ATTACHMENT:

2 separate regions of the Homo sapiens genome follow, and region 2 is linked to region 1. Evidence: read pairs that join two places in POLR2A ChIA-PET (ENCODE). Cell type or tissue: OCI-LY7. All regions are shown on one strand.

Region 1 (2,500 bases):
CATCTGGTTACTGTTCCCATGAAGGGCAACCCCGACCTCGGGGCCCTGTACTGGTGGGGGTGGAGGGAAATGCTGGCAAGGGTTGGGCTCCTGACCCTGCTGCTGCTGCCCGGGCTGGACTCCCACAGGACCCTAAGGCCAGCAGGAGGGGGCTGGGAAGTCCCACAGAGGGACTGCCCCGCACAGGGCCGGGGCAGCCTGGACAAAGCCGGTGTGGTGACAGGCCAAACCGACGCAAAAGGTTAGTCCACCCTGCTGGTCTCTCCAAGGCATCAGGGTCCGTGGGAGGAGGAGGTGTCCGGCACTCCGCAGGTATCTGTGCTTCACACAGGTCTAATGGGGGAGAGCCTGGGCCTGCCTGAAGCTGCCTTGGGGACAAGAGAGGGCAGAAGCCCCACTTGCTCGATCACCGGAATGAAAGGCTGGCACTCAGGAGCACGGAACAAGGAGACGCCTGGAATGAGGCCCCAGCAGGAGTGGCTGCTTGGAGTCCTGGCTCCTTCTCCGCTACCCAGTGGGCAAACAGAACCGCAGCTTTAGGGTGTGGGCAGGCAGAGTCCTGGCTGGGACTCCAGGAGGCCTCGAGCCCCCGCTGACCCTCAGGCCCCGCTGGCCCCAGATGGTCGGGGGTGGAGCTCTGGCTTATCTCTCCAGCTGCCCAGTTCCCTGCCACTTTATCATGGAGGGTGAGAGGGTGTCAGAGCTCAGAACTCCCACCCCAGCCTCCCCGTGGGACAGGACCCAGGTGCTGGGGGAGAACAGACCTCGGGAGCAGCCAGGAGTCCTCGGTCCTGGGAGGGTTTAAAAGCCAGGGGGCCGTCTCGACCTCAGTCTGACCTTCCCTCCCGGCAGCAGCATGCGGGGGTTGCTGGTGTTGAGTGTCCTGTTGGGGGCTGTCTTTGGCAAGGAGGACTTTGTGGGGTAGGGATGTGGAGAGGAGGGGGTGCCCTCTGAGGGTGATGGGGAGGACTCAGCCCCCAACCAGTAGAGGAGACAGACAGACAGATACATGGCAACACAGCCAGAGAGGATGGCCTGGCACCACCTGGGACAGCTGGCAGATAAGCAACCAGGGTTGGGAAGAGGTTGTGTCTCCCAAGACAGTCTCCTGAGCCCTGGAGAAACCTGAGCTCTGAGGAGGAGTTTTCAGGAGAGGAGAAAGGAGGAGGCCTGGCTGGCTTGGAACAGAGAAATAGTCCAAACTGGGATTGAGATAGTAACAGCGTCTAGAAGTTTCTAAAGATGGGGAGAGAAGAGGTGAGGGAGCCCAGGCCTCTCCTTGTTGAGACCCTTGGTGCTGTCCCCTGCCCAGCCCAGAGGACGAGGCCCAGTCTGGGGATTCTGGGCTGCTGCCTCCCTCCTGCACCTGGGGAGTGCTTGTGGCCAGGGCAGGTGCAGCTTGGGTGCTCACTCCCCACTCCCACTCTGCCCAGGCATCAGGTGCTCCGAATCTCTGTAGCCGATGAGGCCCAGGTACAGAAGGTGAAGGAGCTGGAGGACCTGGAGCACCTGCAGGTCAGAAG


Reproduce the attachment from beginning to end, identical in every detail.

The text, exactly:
2 separate regions of the Homo sapiens genome follow, and region 2 is linked to region 1. Evidence: read pairs that join two places in POLR2A ChIA-PET (ENCODE). Cell type or tissue: OCI-LY7. All regions are shown on one strand.

Region 1 (2,500 bases):
CATCTGGTTACTGTTCCCATGAAGGGCAACCCCGACCTCGGGGCCCTGTACTGGTGGGGGTGGAGGGAAATGCTGGCAAGGGTTGGGCTCCTGACCCTGCTGCTGCTGCCCGGGCTGGACTCCCACAGGACCCTAAGGCCAGCAGGAGGGGGCTGGGAAGTCCCACAGAGGGACTGCCCCGCACAGGGCCGGGGCAGCCTGGACAAAGCCGGTGTGGTGACAGGCCAAACCGACGCAAAAGGTTAGTCCACCCTGCTGGTCTCTCCAAGGCATCAGGGTCCGTGGGAGGAGGAGGTGTCCGGCACTCCGCAGGTATCTGTGCTTCACACAGGTCTAATGGGGGAGAGCCTGGGCCTGCCTGAAGCTGCCTTGGGGACAAGAGAGGGCAGAAGCCCCACTTGCTCGATCACCGGAATGAAAGGCTGGCACTCAGGAGCACGGAACAAGGAGACGCCTGGAATGAGGCCCCAGCAGGAGTGGCTGCTTGGAGTCCTGGCTCCTTCTCCGCTACCCAGTGGGCAAACAGAACCGCAGCTTTAGGGTGTGGGCAGGCAGAGTCCTGGCTGGGACTCCAGGAGGCCTCGAGCCCCCGCTGACCCTCAGGCCCCGCTGGCCCCAGATGGTCGGGGGTGGAGCTCTGGCTTATCTCTCCAGCTGCCCAGTTCCCTGCCACTTTATCATGGAGGGTGAGAGGGTGTCAGAGCTCAGAACTCCCACCCCAGCCTCCCCGTGGGACAGGACCCAGGTGCTGGGGGAGAACAGACCTCGGGAGCAGCCAGGAGTCCTCGGTCCTGGGAGGGTTTAAAAGCCAGGGGGCCGTCTCGACCTCAGTCTGACCTTCCCTCCCGGCAGCAGCATGCGGGGGTTGCTGGTGTTGAGTGTCCTGTTGGGGGCTGTCTTTGGCAAGGAGGACTTTGTGGGGTAGGGATGTGGAGAGGAGGGGGTGCCCTCTGAGGGTGATGGGGAGGACTCAGCCCCCAACCAGTAGAGGAGACAGACAGACAGATACATGGCAACACAGCCAGAGAGGATGGCCTGGCACCACCTGGGACAGCTGGCAGATAAGCAACCAGGGTTGGGAAGAGGTTGTGTCTCCCAAGACAGTCTCCTGAGCCCTGGAGAAACCTGAGCTCTGAGGAGGAGTTTTCAGGAGAGGAGAAAGGAGGAGGCCTGGCTGGCTTGGAACAGAGAAATAGTCCAAACTGGGATTGAGATAGTAACAGCGTCTAGAAGTTTCTAAAGATGGGGAGAGAAGAGGTGAGGGAGCCCAGGCCTCTCCTTGTTGAGACCCTTGGTGCTGTCCCCTGCCCAGCCCAGAGGACGAGGCCCAGTCTGGGGATTCTGGGCTGCTGCCTCCCTCCTGCACCTGGGGAGTGCTTGTGGCCAGGGCAGGTGCAGCTTGGGTGCTCACTCCCCACTCCCACTCTGCCCAGGCATCAGGTGCTCCGAATCTCTGTAGCCGATGAGGCCCAGGTACAGAAGGTGAAGGAGCTGGAGGACCTGGAGCACCTGCAGGTCAGAAG